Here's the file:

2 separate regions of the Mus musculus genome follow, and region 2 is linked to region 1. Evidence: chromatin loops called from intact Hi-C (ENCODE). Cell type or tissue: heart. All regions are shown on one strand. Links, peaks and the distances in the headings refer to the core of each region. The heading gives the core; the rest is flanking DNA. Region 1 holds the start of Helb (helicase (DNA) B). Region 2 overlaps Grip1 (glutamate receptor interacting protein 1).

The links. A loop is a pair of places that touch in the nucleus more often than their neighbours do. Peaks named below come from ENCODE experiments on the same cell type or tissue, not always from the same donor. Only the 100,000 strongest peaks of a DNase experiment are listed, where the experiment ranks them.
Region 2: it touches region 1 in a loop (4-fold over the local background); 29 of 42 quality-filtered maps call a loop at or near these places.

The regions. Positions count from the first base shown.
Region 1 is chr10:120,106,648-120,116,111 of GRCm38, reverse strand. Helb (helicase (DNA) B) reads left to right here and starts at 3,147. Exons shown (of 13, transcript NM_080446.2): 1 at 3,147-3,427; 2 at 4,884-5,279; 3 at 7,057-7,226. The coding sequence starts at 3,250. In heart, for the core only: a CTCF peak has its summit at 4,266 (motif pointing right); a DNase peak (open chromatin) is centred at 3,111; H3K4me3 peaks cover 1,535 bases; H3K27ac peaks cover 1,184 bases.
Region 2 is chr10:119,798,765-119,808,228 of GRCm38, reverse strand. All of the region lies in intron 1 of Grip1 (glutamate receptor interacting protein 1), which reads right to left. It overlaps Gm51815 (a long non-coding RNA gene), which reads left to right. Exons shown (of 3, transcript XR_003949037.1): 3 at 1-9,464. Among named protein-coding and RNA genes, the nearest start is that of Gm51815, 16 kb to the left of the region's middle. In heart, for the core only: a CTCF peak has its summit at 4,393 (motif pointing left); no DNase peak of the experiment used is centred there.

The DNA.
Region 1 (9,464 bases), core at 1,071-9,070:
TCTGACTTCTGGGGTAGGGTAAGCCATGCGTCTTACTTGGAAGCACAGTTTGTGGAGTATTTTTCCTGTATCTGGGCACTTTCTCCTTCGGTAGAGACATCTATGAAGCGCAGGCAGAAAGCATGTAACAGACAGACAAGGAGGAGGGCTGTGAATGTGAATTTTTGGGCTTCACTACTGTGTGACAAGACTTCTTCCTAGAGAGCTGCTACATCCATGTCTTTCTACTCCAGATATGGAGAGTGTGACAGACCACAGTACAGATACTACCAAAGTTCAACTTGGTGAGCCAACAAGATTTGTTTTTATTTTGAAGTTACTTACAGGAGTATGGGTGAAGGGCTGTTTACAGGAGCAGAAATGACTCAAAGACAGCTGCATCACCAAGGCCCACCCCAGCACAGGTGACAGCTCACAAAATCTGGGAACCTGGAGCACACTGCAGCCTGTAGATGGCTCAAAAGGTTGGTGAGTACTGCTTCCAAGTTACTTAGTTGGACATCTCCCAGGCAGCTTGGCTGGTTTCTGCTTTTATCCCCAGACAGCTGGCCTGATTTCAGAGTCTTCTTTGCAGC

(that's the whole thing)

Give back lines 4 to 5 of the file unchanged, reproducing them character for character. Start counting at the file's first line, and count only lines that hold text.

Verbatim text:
The regions. Positions count from the first base shown.
Region 1 is chr10:120,106,648-120,116,111 of GRCm38, reverse strand. Helb (helicase (DNA) B) reads left to right here and starts at 3,147. Exons shown (of 13, transcript NM_080446.2): 1 at 3,147-3,427; 2 at 4,884-5,279; 3 at 7,057-7,226. The coding sequence starts at 3,250. In heart, for the core only: a CTCF peak has its summit at 4,266 (motif pointing right); a DNase peak (open chromatin) is centred at 3,111; H3K4me3 peaks cover 1,535 bases; H3K27ac peaks cover 1,184 bases.